Then we studied "why" we should be diligent: so that we can be fruitful for Him, and have spiritual discernment, too. We covered a passage that has caused many arguments over the years, and we simply said that the Christian who is sure of her election and calling will not stumble and then wallow in the mire; she will prove by a consistent life that she is a child of God. That doesn't mean she will always be tripping along without a care on the mountaintops. She may feel her feet slip momentarily, but she will always be climbing higher.
Lastly, we studied a two-week series on leaving our legacy; we discussed what that meant and how best to accomplish it.

Now, we are ready to move forward. But Peter's next few sentences are tied so tightly to verses twelve through fifteen, that they really can't be taken apart. They explain his viewpoint -- I think they even tell us why he wrote his letter.
It's not like he was telling his readers anything new. In verse twelve Peter observes that the things he is writing are already known! But perhaps we can understand why he was plowing in the same old furrows, since in verse fourteen he says that the Lord is almost ready to take Peter away from his earthly body. The time is near. The Lord has somehow shown him that it won't be long now. (We don't know how He let Peter know - he doesn't tell us that. But we know that Jesus predicted his death, and now Peter says God has told him it's almost time.)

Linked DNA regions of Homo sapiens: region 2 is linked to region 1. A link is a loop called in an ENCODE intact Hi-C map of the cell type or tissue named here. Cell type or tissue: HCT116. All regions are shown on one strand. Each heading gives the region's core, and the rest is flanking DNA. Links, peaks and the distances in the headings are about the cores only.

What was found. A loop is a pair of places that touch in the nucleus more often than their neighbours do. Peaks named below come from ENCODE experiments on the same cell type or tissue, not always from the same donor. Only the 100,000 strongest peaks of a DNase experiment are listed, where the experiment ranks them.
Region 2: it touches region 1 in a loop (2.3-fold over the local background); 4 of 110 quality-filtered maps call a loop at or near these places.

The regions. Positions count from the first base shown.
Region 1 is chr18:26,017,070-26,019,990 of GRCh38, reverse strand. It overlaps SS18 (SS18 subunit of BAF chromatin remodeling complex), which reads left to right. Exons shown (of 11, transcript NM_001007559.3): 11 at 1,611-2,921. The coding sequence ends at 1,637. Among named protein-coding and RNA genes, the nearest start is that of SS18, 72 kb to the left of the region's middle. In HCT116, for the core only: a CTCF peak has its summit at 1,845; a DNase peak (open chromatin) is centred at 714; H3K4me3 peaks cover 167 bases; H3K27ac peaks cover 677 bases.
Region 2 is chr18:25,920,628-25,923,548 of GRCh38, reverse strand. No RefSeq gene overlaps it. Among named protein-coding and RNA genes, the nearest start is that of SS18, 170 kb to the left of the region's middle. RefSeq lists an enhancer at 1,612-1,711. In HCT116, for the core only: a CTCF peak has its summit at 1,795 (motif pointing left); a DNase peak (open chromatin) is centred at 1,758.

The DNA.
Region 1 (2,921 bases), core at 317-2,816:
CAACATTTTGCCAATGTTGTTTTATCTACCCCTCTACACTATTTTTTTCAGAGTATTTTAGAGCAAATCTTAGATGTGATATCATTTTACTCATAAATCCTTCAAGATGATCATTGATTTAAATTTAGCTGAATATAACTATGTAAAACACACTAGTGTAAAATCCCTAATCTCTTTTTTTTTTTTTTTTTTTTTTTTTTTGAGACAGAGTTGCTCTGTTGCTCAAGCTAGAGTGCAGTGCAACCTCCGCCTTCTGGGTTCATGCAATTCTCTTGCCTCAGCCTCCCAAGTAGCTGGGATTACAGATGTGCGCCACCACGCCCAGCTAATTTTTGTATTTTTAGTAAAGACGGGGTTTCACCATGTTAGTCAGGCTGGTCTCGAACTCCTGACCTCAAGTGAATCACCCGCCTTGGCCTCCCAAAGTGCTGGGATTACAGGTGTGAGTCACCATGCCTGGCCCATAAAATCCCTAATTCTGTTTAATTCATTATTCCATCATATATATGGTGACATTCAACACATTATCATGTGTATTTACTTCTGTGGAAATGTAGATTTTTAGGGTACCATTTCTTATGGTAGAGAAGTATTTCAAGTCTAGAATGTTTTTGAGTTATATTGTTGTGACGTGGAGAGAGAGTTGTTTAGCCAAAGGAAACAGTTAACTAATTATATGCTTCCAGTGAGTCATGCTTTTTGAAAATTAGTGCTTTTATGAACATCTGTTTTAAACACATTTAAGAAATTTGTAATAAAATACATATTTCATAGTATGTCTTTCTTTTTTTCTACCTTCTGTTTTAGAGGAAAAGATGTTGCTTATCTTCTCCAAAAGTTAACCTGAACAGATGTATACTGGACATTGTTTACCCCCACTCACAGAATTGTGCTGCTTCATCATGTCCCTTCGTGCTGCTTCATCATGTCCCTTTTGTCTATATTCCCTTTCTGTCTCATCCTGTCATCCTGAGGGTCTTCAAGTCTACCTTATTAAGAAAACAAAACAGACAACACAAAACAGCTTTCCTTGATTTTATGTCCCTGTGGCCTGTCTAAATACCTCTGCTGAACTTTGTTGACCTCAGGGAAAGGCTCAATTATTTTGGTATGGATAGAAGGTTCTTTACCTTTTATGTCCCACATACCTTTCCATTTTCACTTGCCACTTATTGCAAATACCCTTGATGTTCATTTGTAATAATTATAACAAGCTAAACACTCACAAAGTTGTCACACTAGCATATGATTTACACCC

The comforting concept here is that when we die, we go to be with the Lord. The words that Peter uses in verse fourteen imply that the body is like a tent, or a garment. Death means that we lay the garment aside for a while and leave. Similar to Paul's words:
We are confident, I say, and would prefer to be away from the body and at home with the Lord.  (II Corinthians 5:8)
It may not be any fun getting old. Joint ache; body parts wear out and either need to be replaced or supplemented; we can't do things we used to - or we can't do them as's not for sissies! But as this "garment" wears out, we can take courage. We will lay it aside and go to be with Jesus.